Thanks to the conviction of Rastafarians, the most relentless advocates of the preservation of the legacy of Ethiopian Emperor Haile Sellassie I whom after his coronation in the s adopted his title of Ras Tafari to proclaim his name and identify them-selves. They consistently praise his name and reign with reference to his lineage as the th descendant in an unbroken line of monarchs to reign from the Solomonic dynasty. And while much may be said about the Ethiopian emperor, except for the religious adoration by women dedicated to the same movement — and a few conscientious men — very little has been documented about his wife, Her Imperial Majesty, Empress Menen Asfaw. Born April 3, she was crowned empress on Nov. Revered as the Mother of the Ethiopian Nation, her indomitable legacy of caring for children and concern for humanitarian needs seem to remain elusive to classrooms here and in many western libraries.
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Thanks to the conviction of Rastafarians, the most relentless advocates of the preservation of the legacy of Ethiopian Emperor Haile Sellassie I whom after his coronation in the s adopted his title of Ras Tafari to proclaim his name and identify them-selves.
They consistently praise his name and reign with reference to his lineage as the th descendant in an unbroken line of monarchs to reign from the Solomonic dynasty. And while much may be said about the Ethiopian emperor, except for the religious adoration by women dedicated to the same movement — and a few conscientious men — very little has been documented about his wife, Her Imperial Majesty, Empress Menen Asfaw.
Born April 3, she was crowned empress on Nov. Revered as the Mother of the Ethiopian Nation, her indomitable legacy of caring for children and concern for humanitarian needs seem to remain elusive to classrooms here and in many western libraries. Fact is she established childcare centers and handicraft schools as well as the Empress Menen School for Girls in Addis Ababa.
The latter was the first all-girls school in Ethiopia and one that accommodated day and boarding students. During the Italian Invasion of , she assumed the administrative responsibility of Ethiopia while the Emperor was on the battlefield.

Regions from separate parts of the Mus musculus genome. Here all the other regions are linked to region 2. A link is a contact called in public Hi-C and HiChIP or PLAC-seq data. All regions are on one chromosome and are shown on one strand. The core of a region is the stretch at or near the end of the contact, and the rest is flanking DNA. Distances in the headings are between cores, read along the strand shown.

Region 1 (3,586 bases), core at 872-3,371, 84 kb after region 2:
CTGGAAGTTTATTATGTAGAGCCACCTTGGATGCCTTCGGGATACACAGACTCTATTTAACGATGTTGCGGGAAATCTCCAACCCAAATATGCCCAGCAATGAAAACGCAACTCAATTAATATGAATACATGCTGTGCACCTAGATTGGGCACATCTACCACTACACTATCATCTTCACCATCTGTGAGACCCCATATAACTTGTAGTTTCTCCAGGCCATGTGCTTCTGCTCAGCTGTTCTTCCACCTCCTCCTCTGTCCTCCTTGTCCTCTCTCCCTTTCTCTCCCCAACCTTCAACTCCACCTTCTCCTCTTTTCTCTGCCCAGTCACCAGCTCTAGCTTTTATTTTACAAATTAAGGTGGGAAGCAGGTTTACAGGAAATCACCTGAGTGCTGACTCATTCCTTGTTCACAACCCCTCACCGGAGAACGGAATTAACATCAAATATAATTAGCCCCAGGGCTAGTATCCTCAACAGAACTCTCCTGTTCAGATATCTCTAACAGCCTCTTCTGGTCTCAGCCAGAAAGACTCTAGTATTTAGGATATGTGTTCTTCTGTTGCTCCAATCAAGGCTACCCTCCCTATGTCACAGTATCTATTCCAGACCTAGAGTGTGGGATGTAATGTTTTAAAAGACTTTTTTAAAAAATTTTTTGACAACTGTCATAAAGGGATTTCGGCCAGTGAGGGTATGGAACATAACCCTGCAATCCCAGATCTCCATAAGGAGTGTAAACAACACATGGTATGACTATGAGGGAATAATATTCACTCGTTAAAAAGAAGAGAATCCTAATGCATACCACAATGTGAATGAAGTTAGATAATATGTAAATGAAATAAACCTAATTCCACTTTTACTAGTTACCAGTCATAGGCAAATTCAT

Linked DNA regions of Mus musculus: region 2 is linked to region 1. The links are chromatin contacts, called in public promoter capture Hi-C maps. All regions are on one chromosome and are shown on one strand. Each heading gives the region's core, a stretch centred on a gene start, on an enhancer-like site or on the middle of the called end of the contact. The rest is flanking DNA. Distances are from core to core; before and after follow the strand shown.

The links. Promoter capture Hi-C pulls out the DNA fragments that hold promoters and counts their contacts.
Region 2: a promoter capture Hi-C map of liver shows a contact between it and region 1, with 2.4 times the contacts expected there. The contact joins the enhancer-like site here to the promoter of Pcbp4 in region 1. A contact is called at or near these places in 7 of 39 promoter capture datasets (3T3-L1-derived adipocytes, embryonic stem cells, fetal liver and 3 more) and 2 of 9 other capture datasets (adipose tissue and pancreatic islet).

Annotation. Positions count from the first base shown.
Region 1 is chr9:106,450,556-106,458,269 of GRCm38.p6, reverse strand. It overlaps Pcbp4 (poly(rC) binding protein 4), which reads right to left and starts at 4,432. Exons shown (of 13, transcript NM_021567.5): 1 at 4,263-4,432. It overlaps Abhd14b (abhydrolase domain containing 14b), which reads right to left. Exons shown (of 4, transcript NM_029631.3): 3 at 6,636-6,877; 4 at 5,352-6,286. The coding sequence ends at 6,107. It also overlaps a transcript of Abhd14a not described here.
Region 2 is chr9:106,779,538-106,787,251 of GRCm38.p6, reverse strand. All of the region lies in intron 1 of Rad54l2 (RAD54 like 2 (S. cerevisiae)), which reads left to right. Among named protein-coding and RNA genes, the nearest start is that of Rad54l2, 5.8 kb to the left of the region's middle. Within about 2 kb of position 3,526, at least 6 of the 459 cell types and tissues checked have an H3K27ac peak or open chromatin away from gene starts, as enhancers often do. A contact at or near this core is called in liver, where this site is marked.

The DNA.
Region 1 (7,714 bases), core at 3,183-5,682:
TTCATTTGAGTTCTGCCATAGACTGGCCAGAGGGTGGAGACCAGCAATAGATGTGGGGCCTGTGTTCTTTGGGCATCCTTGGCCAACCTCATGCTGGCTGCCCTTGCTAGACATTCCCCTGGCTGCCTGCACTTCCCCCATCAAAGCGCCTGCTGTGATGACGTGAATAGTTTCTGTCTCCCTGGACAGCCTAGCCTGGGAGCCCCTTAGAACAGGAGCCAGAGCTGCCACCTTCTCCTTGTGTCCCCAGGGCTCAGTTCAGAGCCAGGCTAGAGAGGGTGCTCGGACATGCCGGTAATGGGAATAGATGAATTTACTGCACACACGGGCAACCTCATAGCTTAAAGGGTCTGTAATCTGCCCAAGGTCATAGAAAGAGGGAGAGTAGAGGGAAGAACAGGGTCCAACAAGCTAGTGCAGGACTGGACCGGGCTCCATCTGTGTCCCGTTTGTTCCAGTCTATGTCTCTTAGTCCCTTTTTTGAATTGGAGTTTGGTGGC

She visited the Holy Land four times and built a church and monastery on the banks of the Jordan River. During her life she also experienced a great deal of sorrow and hardship, enduring the loss of seven of her ten children, five years as a refugee of war in exile, plus the everyday struggle of on-going health problems.
She was also a devoutly religious woman who did much to support the Ethiopian Orthodox Tewaheo Church. She built, renovated and endowed numerous churches in Ethiopia and in the Holy Land.
She gave generously from her personal funds towards the building of the new Cathedral of St. Mary of Zion at Axum, but did not live to see it completed and dedicated.
When the Empress was exiled from Ethiopia during the Italian occupation from to , she made a pledge to the Virgin Mary at the Church of the Nativity in Bethlehem, promising to give her crown to the church if Ethiopia were liberated from occupation.
The Empress made numerous pilgrimages to Holy Sites in the then British-ruled Palestine, in Syria and in Lebanon, during her exile to pray for her occupied homeland. Empress Menen, although often seen wearing a tiara at public events that called for it, would never again wear a full crown.